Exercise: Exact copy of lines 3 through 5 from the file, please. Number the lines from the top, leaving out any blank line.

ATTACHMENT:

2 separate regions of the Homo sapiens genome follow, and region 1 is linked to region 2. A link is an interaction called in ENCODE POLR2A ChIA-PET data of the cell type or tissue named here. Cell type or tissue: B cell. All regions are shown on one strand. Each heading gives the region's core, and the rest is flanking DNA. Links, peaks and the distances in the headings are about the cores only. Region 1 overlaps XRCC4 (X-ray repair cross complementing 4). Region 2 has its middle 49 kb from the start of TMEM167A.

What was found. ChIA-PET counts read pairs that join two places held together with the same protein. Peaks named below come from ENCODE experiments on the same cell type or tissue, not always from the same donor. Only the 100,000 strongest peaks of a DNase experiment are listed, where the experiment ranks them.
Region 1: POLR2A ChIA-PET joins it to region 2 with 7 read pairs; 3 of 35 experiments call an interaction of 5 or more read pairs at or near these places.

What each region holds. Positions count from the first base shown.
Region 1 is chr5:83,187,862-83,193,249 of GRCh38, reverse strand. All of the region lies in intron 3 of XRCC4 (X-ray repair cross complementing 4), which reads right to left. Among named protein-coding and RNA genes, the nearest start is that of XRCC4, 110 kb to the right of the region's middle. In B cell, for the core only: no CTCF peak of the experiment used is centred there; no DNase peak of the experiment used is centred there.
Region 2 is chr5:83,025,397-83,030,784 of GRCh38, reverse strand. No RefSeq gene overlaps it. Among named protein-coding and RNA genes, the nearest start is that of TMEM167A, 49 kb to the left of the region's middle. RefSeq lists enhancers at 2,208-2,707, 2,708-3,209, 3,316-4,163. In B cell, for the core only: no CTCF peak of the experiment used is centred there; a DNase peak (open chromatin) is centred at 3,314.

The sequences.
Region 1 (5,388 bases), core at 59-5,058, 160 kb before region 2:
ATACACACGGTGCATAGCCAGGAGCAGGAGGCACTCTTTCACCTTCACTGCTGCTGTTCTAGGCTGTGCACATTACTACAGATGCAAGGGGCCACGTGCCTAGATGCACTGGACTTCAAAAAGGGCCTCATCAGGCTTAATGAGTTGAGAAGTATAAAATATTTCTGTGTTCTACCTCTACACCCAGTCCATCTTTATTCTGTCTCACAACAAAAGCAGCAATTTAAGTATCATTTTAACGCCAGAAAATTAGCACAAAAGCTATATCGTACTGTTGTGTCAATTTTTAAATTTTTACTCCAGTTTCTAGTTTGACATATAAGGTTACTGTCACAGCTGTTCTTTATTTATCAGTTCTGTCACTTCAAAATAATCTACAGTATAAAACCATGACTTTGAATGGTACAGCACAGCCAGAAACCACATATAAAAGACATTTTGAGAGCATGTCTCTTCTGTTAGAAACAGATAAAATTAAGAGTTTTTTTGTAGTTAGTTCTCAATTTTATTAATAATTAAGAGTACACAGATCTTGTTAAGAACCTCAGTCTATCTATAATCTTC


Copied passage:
Region 1: POLR2A ChIA-PET joins it to region 2 with 7 read pairs; 3 of 35 experiments call an interaction of 5 or more read pairs at or near these places.

What each region holds. Positions count from the first base shown.
Region 1 is chr5:83,187,862-83,193,249 of GRCh38, reverse strand. All of the region lies in intron 3 of XRCC4 (X-ray repair cross complementing 4), which reads right to left. Among named protein-coding and RNA genes, the nearest start is that of XRCC4, 110 kb to the right of the region's middle. In B cell, for the core only: no CTCF peak of the experiment used is centred there; no DNase peak of the experiment used is centred there.